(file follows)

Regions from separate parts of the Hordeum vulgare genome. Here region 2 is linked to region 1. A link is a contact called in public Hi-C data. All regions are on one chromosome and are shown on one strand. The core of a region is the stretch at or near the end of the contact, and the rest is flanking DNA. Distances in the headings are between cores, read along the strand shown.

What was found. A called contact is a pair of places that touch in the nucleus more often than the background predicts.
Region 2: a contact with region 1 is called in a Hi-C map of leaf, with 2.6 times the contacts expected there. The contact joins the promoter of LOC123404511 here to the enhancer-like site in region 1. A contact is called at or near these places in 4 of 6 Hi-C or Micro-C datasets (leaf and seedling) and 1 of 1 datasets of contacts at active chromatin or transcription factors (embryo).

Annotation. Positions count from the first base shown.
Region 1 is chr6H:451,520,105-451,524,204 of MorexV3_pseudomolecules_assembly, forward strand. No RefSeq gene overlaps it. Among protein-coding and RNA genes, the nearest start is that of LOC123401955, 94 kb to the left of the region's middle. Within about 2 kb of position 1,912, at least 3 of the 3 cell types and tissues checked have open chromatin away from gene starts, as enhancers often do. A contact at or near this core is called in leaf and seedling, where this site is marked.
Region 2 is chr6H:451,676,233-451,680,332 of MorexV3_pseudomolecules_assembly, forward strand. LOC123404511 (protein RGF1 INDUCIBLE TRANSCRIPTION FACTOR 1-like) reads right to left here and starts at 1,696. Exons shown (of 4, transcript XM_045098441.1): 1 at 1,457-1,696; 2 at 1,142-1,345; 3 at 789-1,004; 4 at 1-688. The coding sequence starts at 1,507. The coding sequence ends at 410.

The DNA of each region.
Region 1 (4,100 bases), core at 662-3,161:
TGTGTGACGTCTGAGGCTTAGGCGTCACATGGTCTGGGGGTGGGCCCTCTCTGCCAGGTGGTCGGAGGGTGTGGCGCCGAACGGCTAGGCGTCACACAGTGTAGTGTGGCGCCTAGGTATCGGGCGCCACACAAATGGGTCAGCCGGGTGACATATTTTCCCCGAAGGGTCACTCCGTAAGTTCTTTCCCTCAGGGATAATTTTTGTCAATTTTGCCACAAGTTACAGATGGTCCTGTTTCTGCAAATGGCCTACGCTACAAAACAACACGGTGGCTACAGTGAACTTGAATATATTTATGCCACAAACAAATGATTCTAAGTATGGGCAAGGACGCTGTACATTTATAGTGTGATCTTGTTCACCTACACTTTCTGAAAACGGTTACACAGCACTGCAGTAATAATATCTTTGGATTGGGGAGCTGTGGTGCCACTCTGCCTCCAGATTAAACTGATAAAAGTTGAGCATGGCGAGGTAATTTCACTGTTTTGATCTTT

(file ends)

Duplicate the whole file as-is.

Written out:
Regions from separate parts of the Hordeum vulgare genome. Here region 2 is linked to region 1. A link is a contact called in public Hi-C data. All regions are on one chromosome and are shown on one strand. The core of a region is the stretch at or near the end of the contact, and the rest is flanking DNA. Distances in the headings are between cores, read along the strand shown.

What was found. A called contact is a pair of places that touch in the nucleus more often than the background predicts.
Region 2: a contact with region 1 is called in a Hi-C map of leaf, with 2.6 times the contacts expected there. The contact joins the promoter of LOC123404511 here to the enhancer-like site in region 1. A contact is called at or near these places in 4 of 6 Hi-C or Micro-C datasets (leaf and seedling) and 1 of 1 datasets of contacts at active chromatin or transcription factors (embryo).

Annotation. Positions count from the first base shown.
Region 1 is chr6H:451,520,105-451,524,204 of MorexV3_pseudomolecules_assembly, forward strand. No RefSeq gene overlaps it. Among protein-coding and RNA genes, the nearest start is that of LOC123401955, 94 kb to the left of the region's middle. Within about 2 kb of position 1,912, at least 3 of the 3 cell types and tissues checked have open chromatin away from gene starts, as enhancers often do. A contact at or near this core is called in leaf and seedling, where this site is marked.
Region 2 is chr6H:451,676,233-451,680,332 of MorexV3_pseudomolecules_assembly, forward strand. LOC123404511 (protein RGF1 INDUCIBLE TRANSCRIPTION FACTOR 1-like) reads right to left here and starts at 1,696. Exons shown (of 4, transcript XM_045098441.1): 1 at 1,457-1,696; 2 at 1,142-1,345; 3 at 789-1,004; 4 at 1-688. The coding sequence starts at 1,507. The coding sequence ends at 410.

The DNA of each region.
Region 1 (4,100 bases), core at 662-3,161:
TGTGTGACGTCTGAGGCTTAGGCGTCACATGGTCTGGGGGTGGGCCCTCTCTGCCAGGTGGTCGGAGGGTGTGGCGCCGAACGGCTAGGCGTCACACAGTGTAGTGTGGCGCCTAGGTATCGGGCGCCACACAAATGGGTCAGCCGGGTGACATATTTTCCCCGAAGGGTCACTCCGTAAGTTCTTTCCCTCAGGGATAATTTTTGTCAATTTTGCCACAAGTTACAGATGGTCCTGTTTCTGCAAATGGCCTACGCTACAAAACAACACGGTGGCTACAGTGAACTTGAATATATTTATGCCACAAACAAATGATTCTAAGTATGGGCAAGGACGCTGTACATTTATAGTGTGATCTTGTTCACCTACACTTTCTGAAAACGGTTACACAGCACTGCAGTAATAATATCTTTGGATTGGGGAGCTGTGGTGCCACTCTGCCTCCAGATTAAACTGATAAAAGTTGAGCATGGCGAGGTAATTTCACTGTTTTGATCTTT